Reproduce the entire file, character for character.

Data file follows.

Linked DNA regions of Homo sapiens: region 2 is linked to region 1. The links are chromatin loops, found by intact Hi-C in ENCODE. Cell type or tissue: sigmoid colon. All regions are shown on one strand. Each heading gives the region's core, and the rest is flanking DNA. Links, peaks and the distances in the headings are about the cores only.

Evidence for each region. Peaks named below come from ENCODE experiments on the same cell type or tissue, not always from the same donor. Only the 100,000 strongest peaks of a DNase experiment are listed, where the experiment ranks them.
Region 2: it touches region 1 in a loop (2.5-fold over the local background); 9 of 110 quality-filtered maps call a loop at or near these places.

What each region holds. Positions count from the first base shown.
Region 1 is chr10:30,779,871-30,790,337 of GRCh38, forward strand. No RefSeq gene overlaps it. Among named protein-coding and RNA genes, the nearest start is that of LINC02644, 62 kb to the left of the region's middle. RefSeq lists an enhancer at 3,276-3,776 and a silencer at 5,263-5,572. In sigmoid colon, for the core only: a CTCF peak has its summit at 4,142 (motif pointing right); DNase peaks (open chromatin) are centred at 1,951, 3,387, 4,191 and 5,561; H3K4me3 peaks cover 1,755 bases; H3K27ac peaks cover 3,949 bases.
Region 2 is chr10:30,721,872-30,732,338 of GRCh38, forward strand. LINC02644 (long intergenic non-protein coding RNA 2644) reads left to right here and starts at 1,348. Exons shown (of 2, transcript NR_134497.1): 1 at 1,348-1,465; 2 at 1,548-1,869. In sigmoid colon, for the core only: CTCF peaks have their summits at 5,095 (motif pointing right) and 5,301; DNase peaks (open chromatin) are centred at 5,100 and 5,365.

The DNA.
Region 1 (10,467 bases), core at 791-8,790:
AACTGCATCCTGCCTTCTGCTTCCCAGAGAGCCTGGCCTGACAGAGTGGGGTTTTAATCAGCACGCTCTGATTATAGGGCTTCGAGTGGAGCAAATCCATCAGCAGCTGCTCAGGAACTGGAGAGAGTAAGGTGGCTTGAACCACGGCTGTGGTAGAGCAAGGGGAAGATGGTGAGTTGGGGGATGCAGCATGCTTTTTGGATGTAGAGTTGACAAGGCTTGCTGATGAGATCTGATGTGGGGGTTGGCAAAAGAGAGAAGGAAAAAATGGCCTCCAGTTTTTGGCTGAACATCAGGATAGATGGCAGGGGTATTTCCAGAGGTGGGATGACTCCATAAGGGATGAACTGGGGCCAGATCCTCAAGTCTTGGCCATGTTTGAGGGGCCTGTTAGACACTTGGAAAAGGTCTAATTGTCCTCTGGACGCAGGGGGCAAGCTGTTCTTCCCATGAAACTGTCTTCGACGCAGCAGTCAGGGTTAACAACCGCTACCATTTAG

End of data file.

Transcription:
Linked DNA regions of Homo sapiens: region 2 is linked to region 1. The links are chromatin loops, found by intact Hi-C in ENCODE. Cell type or tissue: sigmoid colon. All regions are shown on one strand. Each heading gives the region's core, and the rest is flanking DNA. Links, peaks and the distances in the headings are about the cores only.

Evidence for each region. Peaks named below come from ENCODE experiments on the same cell type or tissue, not always from the same donor. Only the 100,000 strongest peaks of a DNase experiment are listed, where the experiment ranks them.
Region 2: it touches region 1 in a loop (2.5-fold over the local background); 9 of 110 quality-filtered maps call a loop at or near these places.

What each region holds. Positions count from the first base shown.
Region 1 is chr10:30,779,871-30,790,337 of GRCh38, forward strand. No RefSeq gene overlaps it. Among named protein-coding and RNA genes, the nearest start is that of LINC02644, 62 kb to the left of the region's middle. RefSeq lists an enhancer at 3,276-3,776 and a silencer at 5,263-5,572. In sigmoid colon, for the core only: a CTCF peak has its summit at 4,142 (motif pointing right); DNase peaks (open chromatin) are centred at 1,951, 3,387, 4,191 and 5,561; H3K4me3 peaks cover 1,755 bases; H3K27ac peaks cover 3,949 bases.
Region 2 is chr10:30,721,872-30,732,338 of GRCh38, forward strand. LINC02644 (long intergenic non-protein coding RNA 2644) reads left to right here and starts at 1,348. Exons shown (of 2, transcript NR_134497.1): 1 at 1,348-1,465; 2 at 1,548-1,869. In sigmoid colon, for the core only: CTCF peaks have their summits at 5,095 (motif pointing right) and 5,301; DNase peaks (open chromatin) are centred at 5,100 and 5,365.

The DNA.
Region 1 (10,467 bases), core at 791-8,790:
AACTGCATCCTGCCTTCTGCTTCCCAGAGAGCCTGGCCTGACAGAGTGGGGTTTTAATCAGCACGCTCTGATTATAGGGCTTCGAGTGGAGCAAATCCATCAGCAGCTGCTCAGGAACTGGAGAGAGTAAGGTGGCTTGAACCACGGCTGTGGTAGAGCAAGGGGAAGATGGTGAGTTGGGGGATGCAGCATGCTTTTTGGATGTAGAGTTGACAAGGCTTGCTGATGAGATCTGATGTGGGGGTTGGCAAAAGAGAGAAGGAAAAAATGGCCTCCAGTTTTTGGCTGAACATCAGGATAGATGGCAGGGGTATTTCCAGAGGTGGGATGACTCCATAAGGGATGAACTGGGGCCAGATCCTCAAGTCTTGGCCATGTTTGAGGGGCCTGTTAGACACTTGGAAAAGGTCTAATTGTCCTCTGGACGCAGGGGGCAAGCTGTTCTTCCCATGAAACTGTCTTCGACGCAGCAGTCAGGGTTAACAACCGCTACCATTTAG